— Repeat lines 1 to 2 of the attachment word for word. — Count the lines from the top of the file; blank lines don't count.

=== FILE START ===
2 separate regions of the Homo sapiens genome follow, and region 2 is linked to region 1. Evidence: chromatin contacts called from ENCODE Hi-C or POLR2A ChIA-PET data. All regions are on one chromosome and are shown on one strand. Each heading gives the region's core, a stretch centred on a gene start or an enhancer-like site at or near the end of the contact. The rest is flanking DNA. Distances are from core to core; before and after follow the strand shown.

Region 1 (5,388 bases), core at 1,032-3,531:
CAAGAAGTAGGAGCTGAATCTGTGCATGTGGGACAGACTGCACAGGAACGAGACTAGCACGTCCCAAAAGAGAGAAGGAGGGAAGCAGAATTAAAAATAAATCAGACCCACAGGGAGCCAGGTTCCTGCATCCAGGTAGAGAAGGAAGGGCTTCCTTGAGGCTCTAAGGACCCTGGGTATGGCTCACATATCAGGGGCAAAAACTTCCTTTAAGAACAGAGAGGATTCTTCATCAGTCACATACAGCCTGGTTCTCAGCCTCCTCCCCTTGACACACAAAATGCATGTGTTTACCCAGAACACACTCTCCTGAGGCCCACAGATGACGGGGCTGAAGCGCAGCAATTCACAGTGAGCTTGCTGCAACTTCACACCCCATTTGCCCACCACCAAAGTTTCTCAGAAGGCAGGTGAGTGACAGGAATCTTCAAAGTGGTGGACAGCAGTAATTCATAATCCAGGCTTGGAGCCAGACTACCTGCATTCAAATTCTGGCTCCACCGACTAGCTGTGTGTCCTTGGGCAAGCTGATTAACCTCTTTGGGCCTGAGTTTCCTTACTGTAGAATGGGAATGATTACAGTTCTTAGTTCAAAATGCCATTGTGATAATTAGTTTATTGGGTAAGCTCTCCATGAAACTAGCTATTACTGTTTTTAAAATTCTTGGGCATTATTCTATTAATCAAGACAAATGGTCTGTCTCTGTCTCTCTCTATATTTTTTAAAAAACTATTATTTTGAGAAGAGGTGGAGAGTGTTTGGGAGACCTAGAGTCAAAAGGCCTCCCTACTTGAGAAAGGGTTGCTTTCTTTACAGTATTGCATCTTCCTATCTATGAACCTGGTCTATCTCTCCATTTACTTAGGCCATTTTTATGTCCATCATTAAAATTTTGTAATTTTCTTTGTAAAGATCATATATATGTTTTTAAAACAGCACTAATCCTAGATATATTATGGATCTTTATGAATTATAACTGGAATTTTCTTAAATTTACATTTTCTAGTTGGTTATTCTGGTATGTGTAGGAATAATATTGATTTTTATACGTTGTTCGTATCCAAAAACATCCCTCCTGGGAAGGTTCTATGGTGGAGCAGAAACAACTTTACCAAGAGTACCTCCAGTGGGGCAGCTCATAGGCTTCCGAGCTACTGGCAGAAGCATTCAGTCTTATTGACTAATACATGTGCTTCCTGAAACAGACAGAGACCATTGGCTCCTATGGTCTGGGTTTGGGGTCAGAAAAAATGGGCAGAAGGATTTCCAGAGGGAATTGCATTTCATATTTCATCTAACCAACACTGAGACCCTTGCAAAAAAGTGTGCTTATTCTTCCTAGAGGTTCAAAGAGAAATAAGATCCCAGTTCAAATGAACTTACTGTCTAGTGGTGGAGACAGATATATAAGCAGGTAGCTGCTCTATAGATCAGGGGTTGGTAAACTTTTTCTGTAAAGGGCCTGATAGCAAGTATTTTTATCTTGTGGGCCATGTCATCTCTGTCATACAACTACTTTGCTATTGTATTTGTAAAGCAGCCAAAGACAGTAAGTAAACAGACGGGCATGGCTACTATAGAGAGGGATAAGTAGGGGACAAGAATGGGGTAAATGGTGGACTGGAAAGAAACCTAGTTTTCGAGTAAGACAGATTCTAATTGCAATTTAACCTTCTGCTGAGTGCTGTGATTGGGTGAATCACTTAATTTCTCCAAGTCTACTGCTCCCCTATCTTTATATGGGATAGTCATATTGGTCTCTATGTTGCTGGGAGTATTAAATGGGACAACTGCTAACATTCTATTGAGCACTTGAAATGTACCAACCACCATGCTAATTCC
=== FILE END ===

2 separate regions of the Homo sapiens genome follow, and region 2 is linked to region 1. Evidence: chromatin contacts called from ENCODE Hi-C or POLR2A ChIA-PET data. All regions are on one chromosome and are shown on one strand. Each heading gives the region's core, a stretch centred on a gene start or an enhancer-like site at or near the end of the contact. The rest is flanking DNA. Distances are from core to core; before and after follow the strand shown.

Region 1 (5,388 bases), core at 1,032-3,531: